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Christopher Benson-Manica 12-06-2005 08:37 PM

Duplicating objects
 
Is there a general mechanism to duplicate, or provide for the
duplication of, objects? As an example, suppose I need to duplicate
an array. I can accomplish this with array.slice( 0 ), but that's not
going to cut in general. I could also add a copy method to the Array
prototype, like so:

Array.prototype.copy=function() {
var newArray=[];
for( var idx=0; idx < this.length; idx++ ) {
newArray.push( this[idx] );
}
return newArray;
}

and I could write similar copy() methods for various objects. But I
feel certain that I'm not the first programmer who has had a need for
such functionality. What is the canonical way of doing this?

--
Christopher Benson-Manica | I *should* know what I'm talking about - if I
ataru(at)cyberspace.org | don't, I need to know. Flames welcome.

Evertjan. 12-06-2005 08:53 PM

Re: Duplicating objects
 
Christopher Benson-Manica wrote on 06 dec 2005 in comp.lang.javascript:

> Is there a general mechanism to duplicate, or provide for the
> duplication of, objects? As an example, suppose I need to duplicate
> an array. I can accomplish this with array.slice( 0 ), but that's not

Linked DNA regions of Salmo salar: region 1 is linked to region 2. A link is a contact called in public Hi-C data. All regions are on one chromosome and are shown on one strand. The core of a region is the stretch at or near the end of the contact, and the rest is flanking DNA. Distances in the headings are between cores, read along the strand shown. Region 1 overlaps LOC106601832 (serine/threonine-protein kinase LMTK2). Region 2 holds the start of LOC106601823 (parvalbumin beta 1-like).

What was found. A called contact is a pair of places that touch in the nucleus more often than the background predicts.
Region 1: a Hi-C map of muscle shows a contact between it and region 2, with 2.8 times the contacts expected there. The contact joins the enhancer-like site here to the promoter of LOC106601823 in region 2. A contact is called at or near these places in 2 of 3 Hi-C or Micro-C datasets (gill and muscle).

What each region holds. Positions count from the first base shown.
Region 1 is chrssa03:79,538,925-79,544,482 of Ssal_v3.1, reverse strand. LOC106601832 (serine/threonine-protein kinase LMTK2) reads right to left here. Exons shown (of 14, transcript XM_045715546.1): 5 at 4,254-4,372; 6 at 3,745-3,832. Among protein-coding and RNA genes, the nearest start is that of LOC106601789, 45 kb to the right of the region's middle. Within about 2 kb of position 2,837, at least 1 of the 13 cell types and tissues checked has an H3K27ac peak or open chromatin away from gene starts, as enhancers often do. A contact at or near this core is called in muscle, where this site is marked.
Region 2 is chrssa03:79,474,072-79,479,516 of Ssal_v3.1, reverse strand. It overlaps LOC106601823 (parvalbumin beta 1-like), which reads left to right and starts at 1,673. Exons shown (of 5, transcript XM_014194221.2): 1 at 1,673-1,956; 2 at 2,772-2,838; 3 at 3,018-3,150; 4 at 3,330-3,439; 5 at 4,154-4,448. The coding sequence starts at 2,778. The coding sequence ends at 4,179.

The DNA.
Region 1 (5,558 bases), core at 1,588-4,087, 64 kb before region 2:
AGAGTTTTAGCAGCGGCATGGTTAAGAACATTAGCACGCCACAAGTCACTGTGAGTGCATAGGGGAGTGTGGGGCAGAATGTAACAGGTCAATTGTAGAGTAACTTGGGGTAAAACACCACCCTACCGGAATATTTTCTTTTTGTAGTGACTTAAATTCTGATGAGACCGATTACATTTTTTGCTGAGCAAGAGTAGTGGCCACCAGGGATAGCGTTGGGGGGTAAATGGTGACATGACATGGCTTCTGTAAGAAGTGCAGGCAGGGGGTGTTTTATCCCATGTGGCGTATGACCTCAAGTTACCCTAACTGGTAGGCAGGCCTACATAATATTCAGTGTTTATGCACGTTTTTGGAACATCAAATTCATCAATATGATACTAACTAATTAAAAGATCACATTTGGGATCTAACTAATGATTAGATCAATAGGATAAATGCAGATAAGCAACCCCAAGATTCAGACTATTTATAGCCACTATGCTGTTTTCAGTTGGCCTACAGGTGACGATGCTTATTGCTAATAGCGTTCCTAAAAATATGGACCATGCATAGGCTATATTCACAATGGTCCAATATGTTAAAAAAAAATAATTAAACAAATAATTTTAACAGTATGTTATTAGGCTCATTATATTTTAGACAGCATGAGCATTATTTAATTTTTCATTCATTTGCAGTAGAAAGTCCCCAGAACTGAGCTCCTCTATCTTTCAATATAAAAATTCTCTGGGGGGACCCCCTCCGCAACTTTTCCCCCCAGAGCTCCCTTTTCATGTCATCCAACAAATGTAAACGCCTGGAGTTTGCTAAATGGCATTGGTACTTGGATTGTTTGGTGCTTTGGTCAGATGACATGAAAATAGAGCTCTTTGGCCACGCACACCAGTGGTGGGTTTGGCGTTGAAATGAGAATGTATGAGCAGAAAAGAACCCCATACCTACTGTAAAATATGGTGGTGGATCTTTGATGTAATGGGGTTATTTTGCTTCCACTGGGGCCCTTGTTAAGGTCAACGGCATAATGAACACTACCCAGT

> going to cut in general. I could also add a copy method to the Array
> prototype, like so:
>
> Array.prototype.copy=function() {
> var newArray=[];
> for( var idx=0; idx < this.length; idx++ ) {
> newArray.push( this[idx] );
> }
> return newArray;
>}
>


Array.prototype.copy=function() {
return this.concat();
}

or simply us an empty .concat() by itself:


var b = a.concat()


--
Evertjan.
The Netherlands.
(Replace all crosses with dots in my emailaddress)


VK 12-06-2005 09:00 PM

Re: Duplicating objects
 

Christopher Benson-Manica wrote:
> Is there a general mechanism to duplicate, or provide for the
> duplication of, objects? As an example, suppose I need to duplicate
> an array. I can accomplish this with array.slice( 0 ), but that's not
> going to cut in general. I could also add a copy method to the Array
> prototype, like so:
>
> Array.prototype.copy=function() {
> var newArray=[];
> for( var idx=0; idx < this.length; idx++ ) {
> newArray.push( this[idx] );
> }
> return newArray;
> }
>
> and I could write similar copy() methods for various objects. But I
> feel certain that I'm not the first programmer who has had a need for
> such functionality. What is the canonical way of doing this?


There is not such so feel free to propose one ;-)
JavaScript object doesn't have clone() method.

So in case of array your options are:
1) If array doesn't have other arrays in it (psi-"single-dimention")
you use:
var arrayOneCopy = arrayOne.slice(0);

2) If array does have other arrays in it (psi-"multi-dimention") you
use your code but just make it *recursive* and check for each single
element if it's not an array.

3) Also if you don't mind of JSON then you can

var arrayOneCopy = JSON.parse(JSON.stringify(arrayOne));


Christopher Benson-Manica 12-06-2005 09:26 PM

Re: Duplicating objects
 
<1133902815.432020.271870@g14g2000cwa.googlegroups .com>
VK <schools_ring@yahoo.com> wrote:

> There is not such so feel free to propose one ;-)


Surely someone has already done so? I can't imagine I'm the first
person who's wanted duplicated objects...